Thursday, June 18, 2015

The stinky fish guide to choosing and using big words in your children’s story.


What’s your favourite condiment?  What do you love to squirt onto your burgers, your dogs, your sandwiches?

(I’ll tell you what America’s current favourite is in a minute – and why it’s important to you as a writer.)

Know what condiment the ancient Romans loved best?  It’s called garum, a putrid blend made of stinky rotten fish.  The Roman writer Seneca called it an “expensive bloody mass of decayed fish [which] consumes the stomach with its salted putrefaction.”

Yum, right?  (OMG, no.)

Know why the Romans loved the stuff?  Because their food was so, so stinky that they needed a condiment strong enough to cover it up.  Ew.

The perfect condiment for stinky writing

Some people’s writing is like this, too.  Stinky stuff.  Their writing isn’t clear, their ideas are shallow – but they use big, fancy words, splashing them around like garum to cover up the stench.  They hope you won’t notice.

Have you ever read the poems of e.e. cummings?  His writing was the opposite of stinky – it was fresh as a buttercup.  If you’ve read his stuff, I don’t have to convince you of how beautiful little words can be.  Humble, simple words.

Take a look at this poem that e.e. cummings wrote in 1956 called maggie and milly and molly and may:

maggie and milly and molly and may 
went down to the beach(to play one day)

and maggie discovered a shell that sang
so sweetly she couldn’t remember her troubles,and

milly befriended a stranded star
whose rays five languid fingers were;

and molly was chased by a horrible thing
which raced sideways while blowing bubbles:and

may came home with a smooth round stone
as small as a world and as large as alone.

For whatever we lose(like a you or a me)
it’s always ourselves we find in the sea

Wow.  Is this ever powerful.  What are maggie’s troubles?  What was the horrible thing that chased molly?  Why does may feel so alone?

Yet the words he chooses are so very simple.  Sure, some aren’t everyday words (like languid), but none of them are polysyllabic nightmares.  None of them are at all hard to pronounce, even for a child.

Are your words putrid, or buttercup-fresh?

Some writers feel like they have to pick fancy words so they’ll seem articulate and smart.  They use language like they’re showing off.  The thing is?  Kids can tell when you’re showing off, and they don’t like it.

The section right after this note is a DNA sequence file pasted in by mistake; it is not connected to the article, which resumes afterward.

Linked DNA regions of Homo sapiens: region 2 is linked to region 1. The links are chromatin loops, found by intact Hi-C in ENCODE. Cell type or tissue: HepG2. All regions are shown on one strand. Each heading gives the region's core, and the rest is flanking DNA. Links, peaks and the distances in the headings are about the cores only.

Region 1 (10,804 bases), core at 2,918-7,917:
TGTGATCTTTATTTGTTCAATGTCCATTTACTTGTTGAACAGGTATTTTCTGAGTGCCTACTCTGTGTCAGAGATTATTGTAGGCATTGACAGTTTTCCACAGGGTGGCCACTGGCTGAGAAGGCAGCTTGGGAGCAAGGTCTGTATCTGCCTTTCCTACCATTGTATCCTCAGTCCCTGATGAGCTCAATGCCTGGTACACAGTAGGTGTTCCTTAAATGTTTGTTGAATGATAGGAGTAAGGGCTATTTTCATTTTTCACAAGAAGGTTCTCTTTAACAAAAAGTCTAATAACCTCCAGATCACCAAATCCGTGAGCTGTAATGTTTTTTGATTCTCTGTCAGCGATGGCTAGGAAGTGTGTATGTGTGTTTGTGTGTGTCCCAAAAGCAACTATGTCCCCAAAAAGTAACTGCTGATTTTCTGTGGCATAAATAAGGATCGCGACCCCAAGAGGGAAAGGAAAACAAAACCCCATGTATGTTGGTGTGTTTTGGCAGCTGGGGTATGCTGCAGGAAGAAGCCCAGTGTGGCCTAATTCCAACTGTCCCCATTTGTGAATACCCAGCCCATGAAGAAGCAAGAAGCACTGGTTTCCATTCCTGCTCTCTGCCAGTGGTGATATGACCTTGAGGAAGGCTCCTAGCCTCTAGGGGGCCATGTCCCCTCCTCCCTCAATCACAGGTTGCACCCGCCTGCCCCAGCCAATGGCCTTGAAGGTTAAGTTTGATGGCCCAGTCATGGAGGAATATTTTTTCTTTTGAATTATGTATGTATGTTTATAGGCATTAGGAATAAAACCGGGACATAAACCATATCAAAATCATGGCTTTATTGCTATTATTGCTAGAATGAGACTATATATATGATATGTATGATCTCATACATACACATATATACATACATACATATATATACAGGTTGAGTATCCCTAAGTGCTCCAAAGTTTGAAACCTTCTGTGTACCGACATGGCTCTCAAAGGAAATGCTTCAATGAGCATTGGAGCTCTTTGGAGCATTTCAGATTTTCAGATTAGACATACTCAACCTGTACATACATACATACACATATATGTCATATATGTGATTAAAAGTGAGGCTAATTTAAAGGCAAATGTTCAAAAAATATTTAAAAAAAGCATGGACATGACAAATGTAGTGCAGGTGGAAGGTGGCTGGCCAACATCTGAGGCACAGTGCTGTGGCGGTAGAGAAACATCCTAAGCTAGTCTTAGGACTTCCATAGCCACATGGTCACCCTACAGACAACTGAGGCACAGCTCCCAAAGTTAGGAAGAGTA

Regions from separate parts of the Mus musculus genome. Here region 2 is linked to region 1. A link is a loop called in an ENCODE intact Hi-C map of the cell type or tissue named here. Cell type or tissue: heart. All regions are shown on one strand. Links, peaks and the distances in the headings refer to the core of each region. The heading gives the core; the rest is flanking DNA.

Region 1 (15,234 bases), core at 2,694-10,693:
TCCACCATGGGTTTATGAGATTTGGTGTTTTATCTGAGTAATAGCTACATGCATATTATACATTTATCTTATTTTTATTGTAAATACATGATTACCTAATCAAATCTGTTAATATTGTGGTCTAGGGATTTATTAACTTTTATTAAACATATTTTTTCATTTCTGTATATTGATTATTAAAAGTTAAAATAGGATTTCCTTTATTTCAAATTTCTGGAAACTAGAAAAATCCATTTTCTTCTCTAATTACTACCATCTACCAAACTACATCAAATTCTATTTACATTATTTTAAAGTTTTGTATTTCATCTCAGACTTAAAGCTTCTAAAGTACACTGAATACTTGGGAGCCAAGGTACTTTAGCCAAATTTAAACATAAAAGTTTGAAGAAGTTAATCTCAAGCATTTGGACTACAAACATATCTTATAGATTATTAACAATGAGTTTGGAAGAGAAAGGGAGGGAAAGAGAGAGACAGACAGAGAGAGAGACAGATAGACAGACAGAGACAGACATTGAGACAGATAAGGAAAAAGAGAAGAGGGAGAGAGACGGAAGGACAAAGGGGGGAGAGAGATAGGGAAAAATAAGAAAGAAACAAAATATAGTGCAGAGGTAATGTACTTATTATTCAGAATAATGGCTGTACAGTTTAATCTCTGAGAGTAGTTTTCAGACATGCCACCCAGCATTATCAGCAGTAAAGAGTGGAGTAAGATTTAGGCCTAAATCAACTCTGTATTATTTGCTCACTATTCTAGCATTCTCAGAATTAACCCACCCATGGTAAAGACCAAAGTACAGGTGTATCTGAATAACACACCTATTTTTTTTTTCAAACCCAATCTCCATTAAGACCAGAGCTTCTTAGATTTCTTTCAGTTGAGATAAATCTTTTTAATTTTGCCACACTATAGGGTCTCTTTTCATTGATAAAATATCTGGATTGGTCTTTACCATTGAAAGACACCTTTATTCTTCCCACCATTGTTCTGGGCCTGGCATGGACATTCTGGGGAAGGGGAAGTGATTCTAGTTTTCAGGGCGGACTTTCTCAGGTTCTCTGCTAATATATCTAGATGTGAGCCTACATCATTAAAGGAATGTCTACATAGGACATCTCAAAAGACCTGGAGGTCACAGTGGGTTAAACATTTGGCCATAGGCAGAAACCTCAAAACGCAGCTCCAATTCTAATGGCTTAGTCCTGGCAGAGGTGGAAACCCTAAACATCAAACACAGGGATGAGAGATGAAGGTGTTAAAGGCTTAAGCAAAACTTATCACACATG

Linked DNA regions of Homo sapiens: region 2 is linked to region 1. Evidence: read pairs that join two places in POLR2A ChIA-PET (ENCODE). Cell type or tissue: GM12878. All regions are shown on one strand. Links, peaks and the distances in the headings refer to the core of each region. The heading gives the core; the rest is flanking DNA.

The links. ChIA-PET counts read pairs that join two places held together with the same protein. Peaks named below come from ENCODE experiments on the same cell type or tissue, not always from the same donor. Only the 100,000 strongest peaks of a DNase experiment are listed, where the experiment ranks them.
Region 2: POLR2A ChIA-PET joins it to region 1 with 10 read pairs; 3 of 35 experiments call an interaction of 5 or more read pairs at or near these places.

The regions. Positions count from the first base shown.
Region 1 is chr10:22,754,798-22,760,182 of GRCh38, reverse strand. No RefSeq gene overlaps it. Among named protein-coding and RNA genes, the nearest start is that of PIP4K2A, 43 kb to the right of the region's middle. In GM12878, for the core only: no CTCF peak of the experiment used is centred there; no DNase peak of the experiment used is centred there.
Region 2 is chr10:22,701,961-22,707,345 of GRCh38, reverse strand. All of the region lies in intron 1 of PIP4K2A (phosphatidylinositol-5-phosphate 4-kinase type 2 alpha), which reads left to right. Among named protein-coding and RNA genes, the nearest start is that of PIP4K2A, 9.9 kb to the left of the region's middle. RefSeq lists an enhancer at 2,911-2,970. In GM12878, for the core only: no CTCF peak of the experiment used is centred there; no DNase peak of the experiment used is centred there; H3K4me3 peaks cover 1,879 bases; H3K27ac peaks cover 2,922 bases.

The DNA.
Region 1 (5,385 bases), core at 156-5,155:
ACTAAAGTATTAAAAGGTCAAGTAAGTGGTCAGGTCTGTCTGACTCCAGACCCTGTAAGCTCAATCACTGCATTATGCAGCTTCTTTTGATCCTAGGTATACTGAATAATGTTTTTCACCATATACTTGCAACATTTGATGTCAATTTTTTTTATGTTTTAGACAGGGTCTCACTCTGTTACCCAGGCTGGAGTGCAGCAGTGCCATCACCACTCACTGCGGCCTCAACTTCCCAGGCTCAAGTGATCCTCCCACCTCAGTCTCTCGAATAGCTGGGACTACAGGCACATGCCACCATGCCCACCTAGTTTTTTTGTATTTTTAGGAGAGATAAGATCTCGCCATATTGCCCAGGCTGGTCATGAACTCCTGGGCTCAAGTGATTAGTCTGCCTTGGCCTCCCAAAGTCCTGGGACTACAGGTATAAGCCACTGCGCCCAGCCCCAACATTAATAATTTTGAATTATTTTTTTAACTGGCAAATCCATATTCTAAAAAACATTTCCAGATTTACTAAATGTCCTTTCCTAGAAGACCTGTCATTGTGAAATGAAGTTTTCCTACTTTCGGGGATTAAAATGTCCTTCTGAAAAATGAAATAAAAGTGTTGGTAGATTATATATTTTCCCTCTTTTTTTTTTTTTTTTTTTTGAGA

Others feel like using simple language is “talking down” to kids.

Do you do this?  I certainly do, sometimes.  Luckily, I catch myself when I edit my own writing, and scratch my head wondering what I was thinking. 

I know exactly what I was thinking:  words, words, words!  I love them, and hopefully, you do, too.  They’’re the Lego blocks that all our stories are made of.

I love using big words with children, and I’m not about to stop.  But e.e. cummings should be a reminder to all of us of what exactly you can accomplish with only a few simple words.  You can talk plainly, but still get the point across.

Can you use simple words? Test yourself

There’s a cartoon I love that you really ought to see. 

It’s a little big, but you can scroll through quickly to get the basic idea.  The cartoonist’s challenge was to describe something complex (a Saturn rocket) using only the “ten hundred” (ie 1000) most common words in the English language:

(click to see it full size)


[used with permission from xkcd]

What are those “ten hundred” words?  You can see a list of them here.

Could you describe a complicated idea in very, very simple words?  At first glance, it’s a ridiculous task, and you might end up sounding silly.  But it’s worth a try, even if you end up throwing in a few big and fancy words into your story anyway.  I totally love you for doing that, don’t worry.

Test it out for yourself in this awesome text editor.  Just type or paste your text into the box and it will yell at you in red letters about how many forbidden words you’ve used.


I’m absolutely NOT saying you should dumb down your story, or your great ideas.  I love big words!  I love big ideas!  (And you should, too.)

But shouldn’t you learn to appreciate the beauty of simplicity, just like e.e. cummings?

When can you use juicy, delicious words?

Today in the U.S., mayonnaise is most people’s favourite condiment.  Mayonnaise doesn’t really have much flavour of its own, but it brings out the creamy goodness in whatever you’re using it on.  I really like mayonnaise, but the thing about it is that if you mix it with something that doesn’t taste good – it still doesn’t taste good.  Mayonnaise is no good at covering up bad flavours.

Are your big spicy words covering up small, stinky ideas?

Big, blustery, delicious words are a condiment, so before you put them on, make sure you’re not just trying to cover up stinky writing.  Use them with care.  As much as I love mayonnaise, I’d never sit down to eat a bowl full of it.

Before you find yourself reaching for a juicy $15-dollar word, think about e.e. cummings for a second.  Think about maggy and milly and molly and may.  Think about the kid who’ll be holding your book in his hands.

Think about garum for a second, and the Romans who were driven to use it by the terrible food they’d have to eat plain otherwise.

Serve us up a savoury, satisfying dish, choosing simple words to weave a beautiful, rich story.  Then, season it gently, choosing fancy words with love.  Bring out the best in your ideas and kids will swallow it up and ask for more.


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